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Locals work to create awareness for mental illness

BY MEGAN SANCHEZ | OCTOBER 08, 2013 5:00 AM

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While it’s been almost 20 years since her most recent psychiatric hospitalization, today, the collection of 18 different keys — more specifically what they symbolize — has helped Margalea Warner deal with three decades of schizophrenia.

What once stood for former apartment and psychiatric hospital keys now represent the main motivators in her recovery — hugs, church, and community.

Community awareness and support is what the longtime University of Iowa Hospitals and Clinics secretary said has helped her recovery.

Stories similar to Warner’s, local advocates say, shine a light on the importance of Mental Illness Awareness Week throughout the Iowa City area.

This week, local organizations will put on events in hopes to encourage those suffering to seek help — which, Warner said, they often avoid.

“People generally don’t get insight that they have a medically treatable illness,” she said. “Medicine itself is not enough. Supportive peers, family, community, and coworkers [are needed for recovery.]”

Historically, the Johnson County Board of Supervisors has been a top funder for mental-health services in the state.

“Unfortunately, I don’t think it’s something folks pay much attention to until it directly affects them,” said Supervisor Rod Sullivan. “We have a tendency as a society to sort of move on to our own things. That means folks who have these needs don’t get them addressed the way they should.”

As a former social worker, he said, he dealt with individuals who suffered from mental illness.

“I was able to see firsthand the impact on families and others in the community,” Sullivan said. “I have a pretty good idea of just exactly how devastating this can be for folks.”

The main concern, he said, is Iowa’s lack of mental-health resources, including a lack of statewide hospital beds for mental-health patients and a shortage of psychiatric nurses and psychiatrists.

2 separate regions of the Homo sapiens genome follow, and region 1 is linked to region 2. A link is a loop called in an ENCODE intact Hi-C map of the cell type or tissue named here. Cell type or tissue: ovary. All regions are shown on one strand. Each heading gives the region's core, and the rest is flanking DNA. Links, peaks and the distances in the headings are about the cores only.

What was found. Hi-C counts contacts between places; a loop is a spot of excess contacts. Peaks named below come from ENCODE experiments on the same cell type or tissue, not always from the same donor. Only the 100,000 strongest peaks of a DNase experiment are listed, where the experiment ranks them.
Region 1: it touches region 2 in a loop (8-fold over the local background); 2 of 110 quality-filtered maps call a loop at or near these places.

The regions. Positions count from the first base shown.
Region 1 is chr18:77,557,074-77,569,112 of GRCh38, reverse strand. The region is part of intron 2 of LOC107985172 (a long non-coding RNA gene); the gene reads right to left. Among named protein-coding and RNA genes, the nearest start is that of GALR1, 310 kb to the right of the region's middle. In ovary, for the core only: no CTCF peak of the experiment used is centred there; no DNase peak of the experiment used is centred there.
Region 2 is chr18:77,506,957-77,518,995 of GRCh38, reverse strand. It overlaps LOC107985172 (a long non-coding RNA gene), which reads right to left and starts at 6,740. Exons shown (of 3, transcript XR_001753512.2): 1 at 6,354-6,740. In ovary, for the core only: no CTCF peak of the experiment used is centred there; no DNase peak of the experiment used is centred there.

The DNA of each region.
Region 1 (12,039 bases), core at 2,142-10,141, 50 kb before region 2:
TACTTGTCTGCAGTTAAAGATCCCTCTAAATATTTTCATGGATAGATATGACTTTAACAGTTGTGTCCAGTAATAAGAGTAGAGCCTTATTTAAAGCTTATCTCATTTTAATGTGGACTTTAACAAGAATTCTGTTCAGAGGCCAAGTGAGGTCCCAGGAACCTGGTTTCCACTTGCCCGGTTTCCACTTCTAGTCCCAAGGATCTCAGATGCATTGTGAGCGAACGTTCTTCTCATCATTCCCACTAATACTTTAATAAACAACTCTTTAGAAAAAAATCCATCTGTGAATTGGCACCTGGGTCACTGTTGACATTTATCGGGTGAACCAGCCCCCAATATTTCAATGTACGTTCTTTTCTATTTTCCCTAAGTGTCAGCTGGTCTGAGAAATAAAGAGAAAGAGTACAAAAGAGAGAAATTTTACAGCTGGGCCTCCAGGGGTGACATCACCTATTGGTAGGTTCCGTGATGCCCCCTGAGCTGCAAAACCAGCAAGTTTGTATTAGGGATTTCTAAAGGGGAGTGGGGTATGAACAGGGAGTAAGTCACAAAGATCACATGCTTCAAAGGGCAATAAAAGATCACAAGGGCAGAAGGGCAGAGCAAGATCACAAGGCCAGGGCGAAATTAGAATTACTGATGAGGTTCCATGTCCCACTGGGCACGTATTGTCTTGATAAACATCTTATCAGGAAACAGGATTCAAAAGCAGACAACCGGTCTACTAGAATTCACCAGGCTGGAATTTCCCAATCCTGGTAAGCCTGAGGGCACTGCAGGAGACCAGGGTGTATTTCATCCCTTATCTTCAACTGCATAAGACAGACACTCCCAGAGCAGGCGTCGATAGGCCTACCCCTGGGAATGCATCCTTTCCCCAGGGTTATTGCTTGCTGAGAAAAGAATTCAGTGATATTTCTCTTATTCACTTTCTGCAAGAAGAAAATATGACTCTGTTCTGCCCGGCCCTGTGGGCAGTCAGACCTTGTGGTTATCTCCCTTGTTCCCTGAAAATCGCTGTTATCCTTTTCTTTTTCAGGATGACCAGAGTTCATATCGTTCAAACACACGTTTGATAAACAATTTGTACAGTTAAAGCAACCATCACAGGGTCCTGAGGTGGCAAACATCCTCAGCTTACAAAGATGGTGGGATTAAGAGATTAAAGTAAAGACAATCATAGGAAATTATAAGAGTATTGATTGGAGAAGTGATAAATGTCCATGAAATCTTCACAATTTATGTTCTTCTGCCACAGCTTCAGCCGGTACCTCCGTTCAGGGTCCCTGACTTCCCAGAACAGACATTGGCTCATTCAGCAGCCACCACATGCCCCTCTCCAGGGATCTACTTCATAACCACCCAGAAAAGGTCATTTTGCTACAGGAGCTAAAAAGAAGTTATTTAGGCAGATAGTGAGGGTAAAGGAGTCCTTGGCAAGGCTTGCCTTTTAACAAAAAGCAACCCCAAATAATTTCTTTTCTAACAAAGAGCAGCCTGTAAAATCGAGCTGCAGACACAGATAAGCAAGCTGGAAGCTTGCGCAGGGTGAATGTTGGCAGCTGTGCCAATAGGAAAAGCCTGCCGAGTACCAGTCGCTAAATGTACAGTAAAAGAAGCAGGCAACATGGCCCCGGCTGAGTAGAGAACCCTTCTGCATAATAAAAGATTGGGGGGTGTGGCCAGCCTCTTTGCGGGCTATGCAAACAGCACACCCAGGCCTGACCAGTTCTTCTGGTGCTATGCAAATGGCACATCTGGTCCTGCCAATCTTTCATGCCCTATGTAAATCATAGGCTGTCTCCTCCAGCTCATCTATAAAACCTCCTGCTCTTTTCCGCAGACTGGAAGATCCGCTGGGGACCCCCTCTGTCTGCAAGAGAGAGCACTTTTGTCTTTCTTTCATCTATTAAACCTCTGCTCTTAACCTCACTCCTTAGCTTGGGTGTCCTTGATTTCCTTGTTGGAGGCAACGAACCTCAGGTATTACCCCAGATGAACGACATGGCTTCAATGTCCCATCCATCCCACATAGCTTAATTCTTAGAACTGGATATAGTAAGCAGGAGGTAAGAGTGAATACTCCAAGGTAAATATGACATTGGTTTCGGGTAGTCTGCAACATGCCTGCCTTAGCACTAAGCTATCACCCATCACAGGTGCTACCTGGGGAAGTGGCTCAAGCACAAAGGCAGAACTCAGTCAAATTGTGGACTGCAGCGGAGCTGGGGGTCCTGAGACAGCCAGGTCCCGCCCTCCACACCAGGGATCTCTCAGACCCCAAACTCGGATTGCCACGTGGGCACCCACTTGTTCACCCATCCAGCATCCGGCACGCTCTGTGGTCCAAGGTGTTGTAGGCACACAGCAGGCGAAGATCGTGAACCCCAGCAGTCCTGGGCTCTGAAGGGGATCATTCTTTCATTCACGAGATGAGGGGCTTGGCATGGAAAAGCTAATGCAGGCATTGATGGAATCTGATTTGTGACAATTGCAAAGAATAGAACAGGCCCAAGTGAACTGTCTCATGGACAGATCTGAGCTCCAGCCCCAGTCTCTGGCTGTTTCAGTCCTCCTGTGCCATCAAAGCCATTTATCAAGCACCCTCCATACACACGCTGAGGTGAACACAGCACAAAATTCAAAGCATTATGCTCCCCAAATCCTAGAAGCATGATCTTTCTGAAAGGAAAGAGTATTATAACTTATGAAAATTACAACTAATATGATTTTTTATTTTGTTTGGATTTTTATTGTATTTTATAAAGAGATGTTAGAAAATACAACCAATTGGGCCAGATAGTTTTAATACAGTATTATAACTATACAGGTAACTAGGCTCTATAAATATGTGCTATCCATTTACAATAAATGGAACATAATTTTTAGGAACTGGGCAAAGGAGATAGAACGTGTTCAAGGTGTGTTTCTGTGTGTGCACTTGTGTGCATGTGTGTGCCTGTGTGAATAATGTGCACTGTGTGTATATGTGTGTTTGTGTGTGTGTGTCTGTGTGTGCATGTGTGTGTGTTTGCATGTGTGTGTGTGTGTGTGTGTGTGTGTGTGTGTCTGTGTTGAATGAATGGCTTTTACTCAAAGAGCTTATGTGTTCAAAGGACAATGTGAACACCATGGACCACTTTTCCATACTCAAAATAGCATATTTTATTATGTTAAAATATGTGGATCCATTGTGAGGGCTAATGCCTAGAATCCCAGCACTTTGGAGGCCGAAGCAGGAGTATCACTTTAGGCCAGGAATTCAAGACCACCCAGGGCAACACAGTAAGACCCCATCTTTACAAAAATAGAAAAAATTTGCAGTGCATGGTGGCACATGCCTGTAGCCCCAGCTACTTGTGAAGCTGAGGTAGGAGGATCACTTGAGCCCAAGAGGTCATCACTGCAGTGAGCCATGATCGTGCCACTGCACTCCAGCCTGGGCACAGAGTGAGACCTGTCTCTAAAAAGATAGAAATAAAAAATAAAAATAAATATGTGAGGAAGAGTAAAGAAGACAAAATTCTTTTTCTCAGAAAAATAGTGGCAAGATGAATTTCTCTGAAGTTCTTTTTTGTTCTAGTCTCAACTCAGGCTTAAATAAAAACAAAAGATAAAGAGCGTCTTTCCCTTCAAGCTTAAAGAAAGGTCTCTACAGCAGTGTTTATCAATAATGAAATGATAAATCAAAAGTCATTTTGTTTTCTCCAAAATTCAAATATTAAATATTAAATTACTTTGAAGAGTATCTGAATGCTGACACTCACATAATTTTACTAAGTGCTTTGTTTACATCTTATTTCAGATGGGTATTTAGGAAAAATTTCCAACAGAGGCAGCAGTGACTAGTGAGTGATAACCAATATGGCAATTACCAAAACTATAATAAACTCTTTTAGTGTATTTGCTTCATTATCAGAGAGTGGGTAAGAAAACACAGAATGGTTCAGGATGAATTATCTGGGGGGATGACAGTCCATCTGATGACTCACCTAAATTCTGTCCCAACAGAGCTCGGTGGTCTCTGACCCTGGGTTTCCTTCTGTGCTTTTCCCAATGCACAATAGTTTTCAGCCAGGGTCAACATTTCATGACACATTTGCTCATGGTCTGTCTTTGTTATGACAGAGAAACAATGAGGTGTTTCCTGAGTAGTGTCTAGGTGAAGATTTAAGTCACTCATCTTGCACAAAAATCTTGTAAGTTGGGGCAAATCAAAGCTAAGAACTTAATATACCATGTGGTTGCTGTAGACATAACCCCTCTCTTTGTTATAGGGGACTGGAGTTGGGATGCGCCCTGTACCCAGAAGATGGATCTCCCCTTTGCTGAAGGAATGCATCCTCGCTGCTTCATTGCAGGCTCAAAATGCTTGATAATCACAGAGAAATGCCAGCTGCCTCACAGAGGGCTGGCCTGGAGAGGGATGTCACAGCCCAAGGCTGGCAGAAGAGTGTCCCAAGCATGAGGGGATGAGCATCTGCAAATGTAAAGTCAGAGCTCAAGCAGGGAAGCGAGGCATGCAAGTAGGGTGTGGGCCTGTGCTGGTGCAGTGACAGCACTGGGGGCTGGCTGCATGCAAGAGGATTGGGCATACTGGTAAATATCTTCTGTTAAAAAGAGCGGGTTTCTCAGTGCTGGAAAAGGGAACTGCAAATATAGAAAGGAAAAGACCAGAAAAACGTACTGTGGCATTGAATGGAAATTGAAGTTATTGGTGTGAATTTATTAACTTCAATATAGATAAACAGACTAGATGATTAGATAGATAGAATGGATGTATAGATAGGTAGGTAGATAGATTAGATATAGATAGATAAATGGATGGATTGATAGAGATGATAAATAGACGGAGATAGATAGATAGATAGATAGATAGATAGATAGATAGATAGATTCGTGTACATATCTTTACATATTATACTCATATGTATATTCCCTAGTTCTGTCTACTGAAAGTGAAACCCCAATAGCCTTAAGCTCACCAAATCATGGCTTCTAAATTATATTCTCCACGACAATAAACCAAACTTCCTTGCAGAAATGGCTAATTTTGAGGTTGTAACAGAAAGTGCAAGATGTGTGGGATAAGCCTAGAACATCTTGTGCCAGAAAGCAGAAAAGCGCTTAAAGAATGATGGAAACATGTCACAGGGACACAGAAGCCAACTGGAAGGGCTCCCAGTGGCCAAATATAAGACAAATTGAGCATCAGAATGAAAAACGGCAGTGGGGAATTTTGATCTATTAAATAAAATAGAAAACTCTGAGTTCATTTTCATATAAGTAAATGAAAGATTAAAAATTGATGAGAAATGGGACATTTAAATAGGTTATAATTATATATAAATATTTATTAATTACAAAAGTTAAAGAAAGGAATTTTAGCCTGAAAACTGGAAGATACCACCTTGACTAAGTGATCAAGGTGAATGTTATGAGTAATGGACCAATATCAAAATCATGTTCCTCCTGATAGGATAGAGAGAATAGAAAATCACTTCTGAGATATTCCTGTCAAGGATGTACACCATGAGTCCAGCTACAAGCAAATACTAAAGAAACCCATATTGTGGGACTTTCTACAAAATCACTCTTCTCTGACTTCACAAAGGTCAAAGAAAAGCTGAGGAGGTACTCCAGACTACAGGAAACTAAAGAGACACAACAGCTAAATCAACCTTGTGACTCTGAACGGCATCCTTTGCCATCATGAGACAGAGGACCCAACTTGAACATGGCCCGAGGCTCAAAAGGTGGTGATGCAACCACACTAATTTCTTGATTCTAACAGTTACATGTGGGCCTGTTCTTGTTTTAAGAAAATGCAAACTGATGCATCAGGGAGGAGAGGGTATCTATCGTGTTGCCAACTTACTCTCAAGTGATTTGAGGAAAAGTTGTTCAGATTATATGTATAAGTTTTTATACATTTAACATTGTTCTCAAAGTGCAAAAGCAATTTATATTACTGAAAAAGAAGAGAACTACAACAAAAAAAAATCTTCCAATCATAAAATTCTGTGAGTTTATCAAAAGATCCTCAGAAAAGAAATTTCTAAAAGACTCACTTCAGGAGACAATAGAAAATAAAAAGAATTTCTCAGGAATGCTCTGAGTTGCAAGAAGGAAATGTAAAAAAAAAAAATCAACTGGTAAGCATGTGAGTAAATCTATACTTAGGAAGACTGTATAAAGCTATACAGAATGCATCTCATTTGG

A Monday night candlelight vigil was held in front of the Sheraton Hotel, 210 S. Dubuque St.

At the event, sponsored by the National Alliance for Mental Illness of Johnson County, individuals, including Warner, spoke about their road to recovery.

Iowa City resident and keynote speaker Haley Lynch, who has battled severe depression, lost her fiancé to the illness through suicide in 2011.

She said she was left her with only their son and a feeling of loneliness.

“I want you to know that you are not alone,” she said during her speech. “I want you to see that I have made it, and I am standing up here to show you that you can make it, too.”

Mental illness is an issue in the community and also on the UI campus. UI Director of University Counseling Service Sam Cochran said he agrees that not enough people seek the help they need, and many students are nervous to do so.

He said he hopes this week will make students realize getting support is OK.

“Awareness of resources, these conditions, how to get help, and where to get help hopefully [will] bring more students to our door,” he said.

Additional events taking place this week include a discussion panel with the PTA of Lemme Elementary, 3100 E. Washington St., for parents of children with mental illness and an “Interfaith Gathering of Prayer and Sharing” at the Agudas Achim Congregation, 401 Oakdale Blvd., Coralville.

On Wednesday from 5 p.m. to 10 p.m., Short’s Burgers East Side, 521 Westbury Drive, will donate 15 percent of its profits to the Johnson County Community Mental Health Center.

Attendants at the event Monday night stressed the need for people to not be afraid of the issue but to address it.

“I hope that they’ll just take away a sense that there’s not shame to having a mental illness,” said Coralville resident Patte Henderson. “The stigma that our society has put out on mental illness for so long — it’s not necessary.”


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